The 3 Must-Have Knives In Your Kitchen | The Different Types Of Knives

If you're wondering what types of knives to get for your kitchen, there's a short answer and a long answer. 

The short answer is that you shouldn't overthink it—a chef knife works decently well for most cutting tasks out there, so having a good one already sets you up to defend yourself in the kitchen.

However, this probably isn't the boring short answer you're looking for.

Chef's hand cutting red peppers on a light wooden board

You probably want to know what knives are the most versatile to cover all your bases, so that you can focus on buying the most important kinds. After all, there's no denying that using a type of knife that's especially designed for the job at hand does make things easier.

So, in this article, we'll cover the long answer by detailing the 3 essential knives to have in the kitchen. 

Kizaru Kanji Chef knife cutting red pepper on light wooden board

The 3 Must-Have Blades To Have In Your Kitchen

1.The Chef Knife

As already mentioned, this is the most important knife you'll ever have. It's the bread and butter when it comes to cutting, slicing or chopping—simply put, if you could only have one knife, it should be this one.

This knife tends to be relatively long (usually from 7' to 12') to allow for single-stroke cuts when slicing, and also features a curved edge to allow for a "rocking" chopping style of cutting. Being so versatile is what makes a chef knife king. It works for both cutting tough chicken or slicing small vegetables.

Shopping for a chef knife is a personal experience. You're usually looking for a chef knife that feels great in your hand and doesn't put too much pressure on it—so it's all about the right weight and size.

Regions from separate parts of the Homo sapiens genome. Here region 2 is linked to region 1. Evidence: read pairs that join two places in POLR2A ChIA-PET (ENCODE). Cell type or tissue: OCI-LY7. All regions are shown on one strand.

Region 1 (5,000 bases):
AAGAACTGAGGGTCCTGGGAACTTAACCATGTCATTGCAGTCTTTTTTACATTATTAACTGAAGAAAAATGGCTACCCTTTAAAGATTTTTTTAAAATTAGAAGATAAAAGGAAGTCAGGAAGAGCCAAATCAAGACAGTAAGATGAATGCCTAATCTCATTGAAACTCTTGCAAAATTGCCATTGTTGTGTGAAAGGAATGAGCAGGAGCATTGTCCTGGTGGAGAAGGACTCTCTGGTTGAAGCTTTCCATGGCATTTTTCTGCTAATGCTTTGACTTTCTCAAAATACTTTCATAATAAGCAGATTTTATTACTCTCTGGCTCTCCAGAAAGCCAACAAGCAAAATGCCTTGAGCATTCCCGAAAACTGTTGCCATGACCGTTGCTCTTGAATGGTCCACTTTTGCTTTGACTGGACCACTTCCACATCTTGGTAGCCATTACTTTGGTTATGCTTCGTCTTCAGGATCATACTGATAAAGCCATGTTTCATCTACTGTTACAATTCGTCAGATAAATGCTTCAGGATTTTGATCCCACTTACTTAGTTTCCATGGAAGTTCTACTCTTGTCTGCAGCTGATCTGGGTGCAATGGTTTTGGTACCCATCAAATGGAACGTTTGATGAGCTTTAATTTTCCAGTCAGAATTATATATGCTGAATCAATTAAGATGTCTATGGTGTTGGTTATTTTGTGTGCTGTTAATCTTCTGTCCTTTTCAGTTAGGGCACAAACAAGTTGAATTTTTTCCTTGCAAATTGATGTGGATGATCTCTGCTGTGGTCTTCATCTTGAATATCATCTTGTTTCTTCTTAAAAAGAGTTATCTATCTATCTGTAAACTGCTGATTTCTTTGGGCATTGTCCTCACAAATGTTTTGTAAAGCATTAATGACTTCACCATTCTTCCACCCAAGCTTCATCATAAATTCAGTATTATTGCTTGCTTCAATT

2. The Santoku Knife

The Santoku, like the chef knife is a well-rounded knife that works for most purposes. However, the main difference is that the Santoku is better suited for precision tasks that require higher control and maneuverability.

Therefore, the Santoku knife is usually built with a thinner blade that's shorter and lighter than its counterpart, achieving this desired accuracy.

Whenever given the choice to use a chef knife or a Santoku knife, many pick the Santoku due to it's maneuverability (not a bad choice) but if you're dealing with large chunks of meat or boned food, it's advised to use the chef knife instead. Otherwise, you might end up with a chipped knife. 

Note: A thinner blade leads to increased fragility. This is why the Santoku doesn't mix well with tough material.

Santoku Kanji knife cutting mushrooms on a dark wooden cutting board

3. The Utility Knife

Sometimes size does matter—and smaller can be better.

Measuring around 4' to 7', the paring knife is excellent for cutting food that is too small for a chef knife.

Its small tip and narrow blade is great for thin slicing, filleting, and peeling fruits. Looking at it's size it's pretty self-explanatory why it's so convenient for these tasks. Using anything bigger could feel awkward—or worse, lead to an unnecessary finger cut.

Utility Kanji knife surrounded by fruits on a wooden board

Wrapping Up: What Knives To Get

As covered, with these 3 knives you'll be ready to handle any cooking task thrown your way. They will help you do everything effortlessly and optimally.

Specifically, we recommend the 3-Set Kizaru Kanji Chef Knives.

It's a biased recommendation, but it's a top-rated knife designed for home cooks—made with sharpness and durability in mind. This set includes a chef knife, a Santoku knife, and a utility knife. You can get it here.

Kizaru Kanji Damascus Chef Knife Set - 3 Pieces

With that said, no matter what brand or model you end up with, the most important takeaway from this article is to prioritize the correct types of knives. Doing so will ensure you end up with a suitable set for all cutting tasks.

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